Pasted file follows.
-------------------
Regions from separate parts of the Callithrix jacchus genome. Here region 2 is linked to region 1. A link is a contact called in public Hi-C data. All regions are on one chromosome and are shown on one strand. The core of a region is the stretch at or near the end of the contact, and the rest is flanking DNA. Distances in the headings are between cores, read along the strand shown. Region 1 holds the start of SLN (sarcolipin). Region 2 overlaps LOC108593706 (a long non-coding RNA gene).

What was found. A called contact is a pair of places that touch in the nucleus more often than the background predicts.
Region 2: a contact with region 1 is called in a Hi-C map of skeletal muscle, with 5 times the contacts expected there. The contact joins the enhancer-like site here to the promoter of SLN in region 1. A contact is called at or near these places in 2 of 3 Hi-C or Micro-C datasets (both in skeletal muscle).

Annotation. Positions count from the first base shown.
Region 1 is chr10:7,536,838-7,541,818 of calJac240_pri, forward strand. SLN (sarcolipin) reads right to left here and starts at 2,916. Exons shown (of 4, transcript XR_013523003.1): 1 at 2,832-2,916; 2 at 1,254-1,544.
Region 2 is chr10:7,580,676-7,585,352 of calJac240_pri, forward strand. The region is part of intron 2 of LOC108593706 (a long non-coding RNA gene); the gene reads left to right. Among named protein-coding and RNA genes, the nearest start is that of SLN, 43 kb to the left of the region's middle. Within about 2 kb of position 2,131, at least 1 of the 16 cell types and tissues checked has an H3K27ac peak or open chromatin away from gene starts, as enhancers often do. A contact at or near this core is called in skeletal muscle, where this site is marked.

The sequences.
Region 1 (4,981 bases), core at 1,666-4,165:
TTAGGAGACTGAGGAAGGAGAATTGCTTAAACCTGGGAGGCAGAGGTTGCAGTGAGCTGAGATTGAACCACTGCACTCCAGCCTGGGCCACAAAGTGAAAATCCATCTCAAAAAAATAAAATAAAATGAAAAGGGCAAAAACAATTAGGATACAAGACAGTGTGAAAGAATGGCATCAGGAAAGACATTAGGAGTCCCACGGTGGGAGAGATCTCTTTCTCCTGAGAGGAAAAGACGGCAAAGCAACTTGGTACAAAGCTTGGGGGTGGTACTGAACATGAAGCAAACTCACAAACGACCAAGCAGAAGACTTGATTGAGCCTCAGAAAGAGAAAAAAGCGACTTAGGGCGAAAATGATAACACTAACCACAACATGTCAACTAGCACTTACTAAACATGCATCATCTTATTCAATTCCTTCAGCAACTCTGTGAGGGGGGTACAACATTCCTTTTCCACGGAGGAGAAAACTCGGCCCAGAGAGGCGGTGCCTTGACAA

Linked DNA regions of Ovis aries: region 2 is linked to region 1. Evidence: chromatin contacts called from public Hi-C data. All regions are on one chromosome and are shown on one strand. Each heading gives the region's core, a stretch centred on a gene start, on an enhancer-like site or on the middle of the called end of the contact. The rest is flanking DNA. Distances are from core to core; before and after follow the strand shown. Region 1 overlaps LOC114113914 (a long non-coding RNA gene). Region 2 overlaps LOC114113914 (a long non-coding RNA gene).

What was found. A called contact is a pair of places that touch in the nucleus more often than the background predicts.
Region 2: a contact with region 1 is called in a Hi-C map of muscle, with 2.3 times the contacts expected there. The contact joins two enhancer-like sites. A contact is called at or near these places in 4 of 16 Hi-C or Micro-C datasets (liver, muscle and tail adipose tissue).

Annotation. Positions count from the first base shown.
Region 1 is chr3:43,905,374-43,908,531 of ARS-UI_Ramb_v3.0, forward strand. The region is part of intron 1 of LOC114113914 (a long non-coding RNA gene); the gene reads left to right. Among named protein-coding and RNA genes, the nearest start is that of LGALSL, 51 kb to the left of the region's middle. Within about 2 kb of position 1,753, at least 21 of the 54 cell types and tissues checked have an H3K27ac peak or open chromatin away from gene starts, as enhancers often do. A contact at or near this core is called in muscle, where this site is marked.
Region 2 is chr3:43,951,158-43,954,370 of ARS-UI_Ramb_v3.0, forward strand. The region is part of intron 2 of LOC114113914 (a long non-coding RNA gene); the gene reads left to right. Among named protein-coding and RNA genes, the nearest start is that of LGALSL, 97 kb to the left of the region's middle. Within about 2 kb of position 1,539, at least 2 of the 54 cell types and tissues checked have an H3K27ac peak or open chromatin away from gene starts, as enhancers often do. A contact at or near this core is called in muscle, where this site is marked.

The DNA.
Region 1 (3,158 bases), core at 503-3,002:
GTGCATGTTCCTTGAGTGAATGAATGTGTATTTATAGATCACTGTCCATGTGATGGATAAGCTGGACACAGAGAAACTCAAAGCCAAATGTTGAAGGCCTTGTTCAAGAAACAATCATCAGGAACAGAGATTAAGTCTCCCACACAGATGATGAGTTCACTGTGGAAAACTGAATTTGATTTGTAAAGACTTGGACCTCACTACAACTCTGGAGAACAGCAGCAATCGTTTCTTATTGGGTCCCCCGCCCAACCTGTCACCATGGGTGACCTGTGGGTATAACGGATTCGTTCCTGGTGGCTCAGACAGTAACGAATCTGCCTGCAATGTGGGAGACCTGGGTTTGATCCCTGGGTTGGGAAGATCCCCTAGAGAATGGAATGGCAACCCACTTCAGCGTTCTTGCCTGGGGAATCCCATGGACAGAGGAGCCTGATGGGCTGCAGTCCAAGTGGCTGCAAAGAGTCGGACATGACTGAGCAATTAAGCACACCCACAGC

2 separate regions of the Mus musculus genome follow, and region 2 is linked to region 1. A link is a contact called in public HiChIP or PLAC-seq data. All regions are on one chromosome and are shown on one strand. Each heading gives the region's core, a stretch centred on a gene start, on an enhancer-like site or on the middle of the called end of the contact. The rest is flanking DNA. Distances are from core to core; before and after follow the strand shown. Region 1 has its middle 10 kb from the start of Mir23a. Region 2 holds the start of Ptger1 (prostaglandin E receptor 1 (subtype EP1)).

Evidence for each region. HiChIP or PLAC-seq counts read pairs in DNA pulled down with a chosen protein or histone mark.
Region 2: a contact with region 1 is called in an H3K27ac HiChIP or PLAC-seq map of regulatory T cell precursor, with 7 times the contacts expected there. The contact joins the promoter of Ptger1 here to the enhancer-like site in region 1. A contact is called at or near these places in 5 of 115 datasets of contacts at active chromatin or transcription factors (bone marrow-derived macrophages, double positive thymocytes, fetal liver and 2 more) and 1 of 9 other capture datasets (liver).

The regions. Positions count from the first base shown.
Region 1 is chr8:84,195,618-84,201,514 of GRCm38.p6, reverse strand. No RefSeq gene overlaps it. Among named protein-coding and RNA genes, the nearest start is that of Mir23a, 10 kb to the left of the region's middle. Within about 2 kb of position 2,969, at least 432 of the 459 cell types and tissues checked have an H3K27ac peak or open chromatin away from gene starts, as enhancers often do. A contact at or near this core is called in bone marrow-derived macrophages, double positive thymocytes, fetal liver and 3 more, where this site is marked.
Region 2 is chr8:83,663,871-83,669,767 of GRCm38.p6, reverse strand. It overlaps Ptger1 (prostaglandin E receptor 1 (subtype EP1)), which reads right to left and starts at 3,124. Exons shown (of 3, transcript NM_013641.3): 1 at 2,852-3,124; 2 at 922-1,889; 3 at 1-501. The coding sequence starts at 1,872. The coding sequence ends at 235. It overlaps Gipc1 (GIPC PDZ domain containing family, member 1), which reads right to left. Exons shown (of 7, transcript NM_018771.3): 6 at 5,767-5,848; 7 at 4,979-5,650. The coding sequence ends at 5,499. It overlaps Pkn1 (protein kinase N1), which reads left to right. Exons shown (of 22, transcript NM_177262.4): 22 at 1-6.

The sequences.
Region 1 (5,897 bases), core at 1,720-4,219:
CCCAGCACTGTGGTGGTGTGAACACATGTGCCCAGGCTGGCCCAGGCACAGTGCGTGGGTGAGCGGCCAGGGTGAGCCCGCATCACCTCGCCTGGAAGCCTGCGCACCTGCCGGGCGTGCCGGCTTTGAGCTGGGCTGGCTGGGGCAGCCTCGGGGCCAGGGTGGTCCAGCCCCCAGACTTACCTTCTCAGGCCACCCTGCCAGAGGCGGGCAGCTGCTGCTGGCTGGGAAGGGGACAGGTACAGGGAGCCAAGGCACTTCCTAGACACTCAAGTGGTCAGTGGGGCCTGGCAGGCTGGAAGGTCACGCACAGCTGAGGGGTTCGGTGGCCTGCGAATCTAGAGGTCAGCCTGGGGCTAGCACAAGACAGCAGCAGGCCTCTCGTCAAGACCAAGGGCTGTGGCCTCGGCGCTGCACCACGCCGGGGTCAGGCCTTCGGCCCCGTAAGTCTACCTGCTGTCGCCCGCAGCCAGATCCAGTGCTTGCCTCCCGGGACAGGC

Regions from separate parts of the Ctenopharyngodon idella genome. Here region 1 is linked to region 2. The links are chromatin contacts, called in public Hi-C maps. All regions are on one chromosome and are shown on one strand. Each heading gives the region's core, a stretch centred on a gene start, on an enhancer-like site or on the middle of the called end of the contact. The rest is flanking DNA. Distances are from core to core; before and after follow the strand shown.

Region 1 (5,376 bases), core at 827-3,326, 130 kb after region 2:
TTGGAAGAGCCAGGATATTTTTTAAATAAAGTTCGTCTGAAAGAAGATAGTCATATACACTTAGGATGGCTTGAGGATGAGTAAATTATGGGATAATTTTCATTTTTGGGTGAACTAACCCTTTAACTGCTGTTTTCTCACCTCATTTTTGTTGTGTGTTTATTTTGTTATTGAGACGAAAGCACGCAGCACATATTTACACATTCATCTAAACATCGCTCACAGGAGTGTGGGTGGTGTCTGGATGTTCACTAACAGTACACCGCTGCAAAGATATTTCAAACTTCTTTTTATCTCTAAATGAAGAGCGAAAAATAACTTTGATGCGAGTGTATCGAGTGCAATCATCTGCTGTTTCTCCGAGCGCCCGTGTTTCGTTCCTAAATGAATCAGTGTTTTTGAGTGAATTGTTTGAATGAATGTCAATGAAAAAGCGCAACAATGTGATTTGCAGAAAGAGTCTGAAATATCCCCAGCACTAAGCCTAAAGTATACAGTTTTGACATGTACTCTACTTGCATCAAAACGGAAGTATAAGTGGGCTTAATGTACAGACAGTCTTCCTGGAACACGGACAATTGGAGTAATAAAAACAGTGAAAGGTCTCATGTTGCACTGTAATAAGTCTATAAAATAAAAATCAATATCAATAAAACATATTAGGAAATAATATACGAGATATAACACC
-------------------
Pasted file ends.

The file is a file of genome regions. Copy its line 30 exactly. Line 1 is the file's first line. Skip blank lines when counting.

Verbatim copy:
TTGGAAGAGCCAGGATATTTTTTAAATAAAGTTCGTCTGAAAGAAGATAGTCATATACACTTAGGATGGCTTGAGGATGAGTAAATTATGGGATAATTTTCATTTTTGGGTGAACTAACCCTTTAACTGCTGTTTTCTCACCTCATTTTTGTTGTGTGTTTATTTTGTTATTGAGACGAAAGCACGCAGCACATATTTACACATTCATCTAAACATCGCTCACAGGAGTGTGGGTGGTGTCTGGATGTTCACTAACAGTACACCGCTGCAAAGATATTTCAAACTTCTTTTTATCTCTAAATGAAGAGCGAAAAATAACTTTGATGCGAGTGTATCGAGTGCAATCATCTGCTGTTTCTCCGAGCGCCCGTGTTTCGTTCCTAAATGAATCAGTGTTTTTGAGTGAATTGTTTGAATGAATGTCAATGAAAAAGCGCAACAATGTGATTTGCAGAAAGAGTCTGAAATATCCCCAGCACTAAGCCTAAAGTATACAGTTTTGACATGTACTCTACTTGCATCAAAACGGAAGTATAAGTGGGCTTAATGTACAGACAGTCTTCCTGGAACACGGACAATTGGAGTAATAAAAACAGTGAAAGGTCTCATGTTGCACTGTAATAAGTCTATAAAATAAAAATCAATATCAATAAAACATATTAGGAAATAATATACGAGATATAACACC